A chronicle of failed Third Fronts in past

New Delhi: A new trend is emerging in the political movements just as the General Elections draw nearer. Smaller parties have begun shunning national-level giants such as the Congress and the BJP to join another alliance now called the third front.

This has made the possibility of a third front government at the centre very real, which is in fact a repeat of what happened in 1996.

Here’s a brief recap of the other ‘third front’ experiments in the past – all of which failed to provide stable governments.

  • In the 1996 Lok Sabha electons the BJP emerged as a single largest party followed by the Congress.

  • The smaller political parties like DMK and TDP along with the Left ended up forming the government.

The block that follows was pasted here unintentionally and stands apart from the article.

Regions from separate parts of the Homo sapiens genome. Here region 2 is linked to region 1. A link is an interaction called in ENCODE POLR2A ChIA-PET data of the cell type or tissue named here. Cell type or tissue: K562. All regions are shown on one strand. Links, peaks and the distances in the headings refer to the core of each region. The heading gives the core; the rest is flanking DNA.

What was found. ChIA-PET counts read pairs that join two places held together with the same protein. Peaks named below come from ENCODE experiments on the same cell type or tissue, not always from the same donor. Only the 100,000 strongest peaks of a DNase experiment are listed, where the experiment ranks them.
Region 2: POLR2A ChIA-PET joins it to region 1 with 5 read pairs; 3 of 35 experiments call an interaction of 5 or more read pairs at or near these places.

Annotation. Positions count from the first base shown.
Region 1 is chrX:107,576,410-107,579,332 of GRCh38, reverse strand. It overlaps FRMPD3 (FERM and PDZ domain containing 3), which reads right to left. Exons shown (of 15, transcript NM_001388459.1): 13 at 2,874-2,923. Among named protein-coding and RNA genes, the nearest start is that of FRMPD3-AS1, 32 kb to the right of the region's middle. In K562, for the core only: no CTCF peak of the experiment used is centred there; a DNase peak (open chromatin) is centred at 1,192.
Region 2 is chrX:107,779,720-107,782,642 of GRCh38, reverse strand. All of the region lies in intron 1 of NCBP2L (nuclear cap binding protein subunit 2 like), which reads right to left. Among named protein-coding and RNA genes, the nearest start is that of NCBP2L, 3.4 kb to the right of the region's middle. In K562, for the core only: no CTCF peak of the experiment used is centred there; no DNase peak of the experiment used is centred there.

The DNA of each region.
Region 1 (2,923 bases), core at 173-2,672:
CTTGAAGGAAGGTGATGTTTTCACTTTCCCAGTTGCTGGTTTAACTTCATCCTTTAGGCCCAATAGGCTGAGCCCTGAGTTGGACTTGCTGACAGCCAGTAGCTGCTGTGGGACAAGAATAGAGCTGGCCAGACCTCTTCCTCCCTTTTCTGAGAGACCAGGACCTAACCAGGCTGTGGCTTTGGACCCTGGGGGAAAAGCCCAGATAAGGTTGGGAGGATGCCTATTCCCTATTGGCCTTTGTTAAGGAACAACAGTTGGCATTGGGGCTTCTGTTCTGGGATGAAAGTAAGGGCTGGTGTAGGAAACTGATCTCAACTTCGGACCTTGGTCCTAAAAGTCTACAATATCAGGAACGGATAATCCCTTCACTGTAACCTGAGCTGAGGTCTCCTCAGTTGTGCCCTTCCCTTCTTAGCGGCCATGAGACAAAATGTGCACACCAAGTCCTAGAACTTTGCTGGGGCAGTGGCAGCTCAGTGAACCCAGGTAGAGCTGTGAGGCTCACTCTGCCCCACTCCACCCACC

• In the name of keeping the BJP out, they forced the Congress to give outside support and formed the United Front government with H D Deve Gowda of the Janata Dal, as Prime Minister.

  • This government, however did not survive for long as the Sitaram-Kesri led Congress withdrew support 10 months later.

  • The United Front leaders got together once again to support IK Gujral as the Prime Minister in 1997, again with the support of the Congress from outside.

  • Gujral’s coalition however ran into rough weather over DMK’s alleged role in the assassination of Rajiv Gandhi and he decided to resign and call for fresh elections while only six months into his term.

The other historic milestones for the Third Front

  • In 1977, the Opposition which included the Jana Sangh came together under the banner of the Janata Party soon after the Emergency but fell apart in two years.

  • In 1989, the National Front supported by the BJP and the Left emerged out of a national anger against corruption and made V P Singh the Prime Minister for 11 months.